Renowned former England striker Gary Lineker has disclosed the remaining duration of his Match of the Day contract in a comprehensive interview with GQ. Having hosted the BBC show since 1999 and consistently drawing four million viewers, Lineker’s future on the iconic program has been a subject of curiosity.
In the interview, Lineker addressed various topics, including his involvement in the BBC impartiality row sparked by a tweet in March. In the tweet, he likened the government’s language on small boat arrivals to that of ‘Germany in the 1930s’ towards Jewish people, igniting controversy and discussions on impartiality.
The outspoken presenter mentioned that he has two years left on his current contract, with the future dependent on the BBC’s ability to secure rights for showing Premier League highlights. Lineker acknowledged the strategic importance of maintaining a show on terrestrial television, given that a significant portion of the public does not have access to subscription-based services like Sky or BT.
Reflecting on the impartiality row, Lineker shared insights into the aftermath of his tweet. The BBC temporarily took him off air due to impartiality rules, leading to a unique episode of Match of the Day without presenting or commentary— a first in the show’s history. Lineker was eventually reinstated, and the incident prompted the introduction of new rules allowing high-profile presenters to express views on issues and politics while avoiding political campaigning.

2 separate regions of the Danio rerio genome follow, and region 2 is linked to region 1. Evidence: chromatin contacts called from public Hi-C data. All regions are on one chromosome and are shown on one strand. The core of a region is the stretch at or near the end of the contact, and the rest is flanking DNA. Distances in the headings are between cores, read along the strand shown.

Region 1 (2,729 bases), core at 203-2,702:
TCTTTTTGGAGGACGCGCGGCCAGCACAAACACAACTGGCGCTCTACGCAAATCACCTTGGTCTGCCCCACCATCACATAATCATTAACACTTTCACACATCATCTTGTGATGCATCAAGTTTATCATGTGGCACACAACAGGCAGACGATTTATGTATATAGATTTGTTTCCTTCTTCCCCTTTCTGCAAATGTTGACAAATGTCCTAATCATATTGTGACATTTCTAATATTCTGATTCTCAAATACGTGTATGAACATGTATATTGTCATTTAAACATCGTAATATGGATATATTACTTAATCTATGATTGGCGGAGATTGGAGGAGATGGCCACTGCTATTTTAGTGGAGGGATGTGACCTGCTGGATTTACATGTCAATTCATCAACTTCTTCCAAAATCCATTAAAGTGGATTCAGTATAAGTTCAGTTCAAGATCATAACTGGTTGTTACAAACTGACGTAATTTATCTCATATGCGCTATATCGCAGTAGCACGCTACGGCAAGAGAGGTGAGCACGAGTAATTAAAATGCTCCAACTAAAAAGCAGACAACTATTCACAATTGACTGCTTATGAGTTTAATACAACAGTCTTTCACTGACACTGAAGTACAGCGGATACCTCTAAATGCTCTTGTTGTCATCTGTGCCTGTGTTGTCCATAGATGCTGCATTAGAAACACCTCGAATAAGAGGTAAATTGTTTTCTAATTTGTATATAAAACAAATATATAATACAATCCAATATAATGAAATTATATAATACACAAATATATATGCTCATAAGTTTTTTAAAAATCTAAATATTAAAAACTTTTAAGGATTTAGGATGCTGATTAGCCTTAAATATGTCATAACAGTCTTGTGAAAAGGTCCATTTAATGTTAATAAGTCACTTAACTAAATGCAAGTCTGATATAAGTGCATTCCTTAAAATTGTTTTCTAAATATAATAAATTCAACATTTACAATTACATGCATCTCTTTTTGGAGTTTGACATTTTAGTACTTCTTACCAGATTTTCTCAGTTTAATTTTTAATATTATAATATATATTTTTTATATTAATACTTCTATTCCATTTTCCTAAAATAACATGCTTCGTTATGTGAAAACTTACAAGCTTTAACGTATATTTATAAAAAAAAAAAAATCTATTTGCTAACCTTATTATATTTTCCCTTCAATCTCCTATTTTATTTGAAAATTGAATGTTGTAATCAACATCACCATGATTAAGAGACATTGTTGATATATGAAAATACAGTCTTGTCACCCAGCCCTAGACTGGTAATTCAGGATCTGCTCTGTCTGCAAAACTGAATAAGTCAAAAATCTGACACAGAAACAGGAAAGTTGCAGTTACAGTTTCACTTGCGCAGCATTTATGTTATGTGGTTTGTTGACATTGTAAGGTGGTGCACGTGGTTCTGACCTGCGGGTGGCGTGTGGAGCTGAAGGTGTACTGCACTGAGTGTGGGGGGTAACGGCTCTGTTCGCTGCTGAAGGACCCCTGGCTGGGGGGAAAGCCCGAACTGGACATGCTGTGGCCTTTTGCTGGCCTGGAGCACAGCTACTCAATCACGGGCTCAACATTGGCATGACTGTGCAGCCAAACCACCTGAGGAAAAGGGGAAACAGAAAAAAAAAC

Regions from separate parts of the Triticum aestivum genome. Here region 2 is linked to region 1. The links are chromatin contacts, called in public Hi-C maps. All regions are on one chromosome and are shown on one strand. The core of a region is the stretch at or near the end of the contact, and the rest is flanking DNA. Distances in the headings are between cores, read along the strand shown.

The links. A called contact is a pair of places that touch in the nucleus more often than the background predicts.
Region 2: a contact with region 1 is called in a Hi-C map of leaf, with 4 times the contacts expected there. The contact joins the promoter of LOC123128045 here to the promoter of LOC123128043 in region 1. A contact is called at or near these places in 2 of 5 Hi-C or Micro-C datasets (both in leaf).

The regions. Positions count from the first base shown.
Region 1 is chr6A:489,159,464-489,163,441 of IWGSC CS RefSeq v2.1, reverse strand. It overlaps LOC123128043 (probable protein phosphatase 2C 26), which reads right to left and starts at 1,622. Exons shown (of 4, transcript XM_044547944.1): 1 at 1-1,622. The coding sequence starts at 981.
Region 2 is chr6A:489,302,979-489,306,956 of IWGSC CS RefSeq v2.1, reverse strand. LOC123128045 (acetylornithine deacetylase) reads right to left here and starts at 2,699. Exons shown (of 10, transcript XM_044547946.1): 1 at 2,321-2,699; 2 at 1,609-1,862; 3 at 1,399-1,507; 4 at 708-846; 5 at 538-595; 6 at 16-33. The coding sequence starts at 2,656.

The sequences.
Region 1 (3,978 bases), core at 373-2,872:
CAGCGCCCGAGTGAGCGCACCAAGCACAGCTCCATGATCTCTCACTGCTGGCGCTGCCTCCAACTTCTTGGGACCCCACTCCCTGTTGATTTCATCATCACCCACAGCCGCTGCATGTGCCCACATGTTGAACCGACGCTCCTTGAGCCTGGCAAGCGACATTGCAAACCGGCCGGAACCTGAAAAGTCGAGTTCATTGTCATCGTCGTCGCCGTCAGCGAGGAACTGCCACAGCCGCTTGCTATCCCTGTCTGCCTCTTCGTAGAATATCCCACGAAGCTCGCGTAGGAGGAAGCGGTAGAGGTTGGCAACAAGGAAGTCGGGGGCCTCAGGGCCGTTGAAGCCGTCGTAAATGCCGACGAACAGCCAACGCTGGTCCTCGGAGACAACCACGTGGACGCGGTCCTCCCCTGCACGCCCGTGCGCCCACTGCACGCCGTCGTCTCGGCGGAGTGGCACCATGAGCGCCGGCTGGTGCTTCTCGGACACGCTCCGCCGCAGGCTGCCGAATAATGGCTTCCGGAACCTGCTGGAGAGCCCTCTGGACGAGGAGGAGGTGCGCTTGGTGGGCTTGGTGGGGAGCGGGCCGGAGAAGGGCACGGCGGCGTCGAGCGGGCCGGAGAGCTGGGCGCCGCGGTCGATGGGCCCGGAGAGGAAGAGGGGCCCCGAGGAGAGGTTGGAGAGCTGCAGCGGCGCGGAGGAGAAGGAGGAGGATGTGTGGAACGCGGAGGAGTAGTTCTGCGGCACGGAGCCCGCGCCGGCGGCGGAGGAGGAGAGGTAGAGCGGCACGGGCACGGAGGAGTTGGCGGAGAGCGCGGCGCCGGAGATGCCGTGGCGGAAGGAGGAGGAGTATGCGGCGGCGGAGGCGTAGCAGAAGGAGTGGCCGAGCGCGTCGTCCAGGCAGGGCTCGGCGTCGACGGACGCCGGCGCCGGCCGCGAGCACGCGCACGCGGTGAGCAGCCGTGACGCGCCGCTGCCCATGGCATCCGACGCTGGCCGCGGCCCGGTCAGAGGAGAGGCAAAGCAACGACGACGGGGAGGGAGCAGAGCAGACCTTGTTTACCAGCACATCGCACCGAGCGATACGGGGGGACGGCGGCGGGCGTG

Lineker expressed satisfaction with the outcome, despite the intrusive press attention that followed. He shared, “The only irritating thing was that [journalists] stood outside my house from seven in the morning till 11 at night.” Lineker credited his changing perspective on social issues to life experiences, particularly his eldest son’s health struggles during infancy.
At 62, Lineker continues to advocate for the acknowledgment of the intersection between sports and politics, despite differing opinions on the matter. He emphasized the arbitrary nature of criticisms, stating, “It’s an absurdity, and the only time people ever say it is if they disagree with what you’re talking about. Everyone’s absolutely happy with you having all sorts of opinions, if they agree with them. Politics seeps into everything.”
As Lineker navigates the final years of his Match of the Day contract, his blend of sports analysis and candid commentary continues to make headlines both on and off the pitch.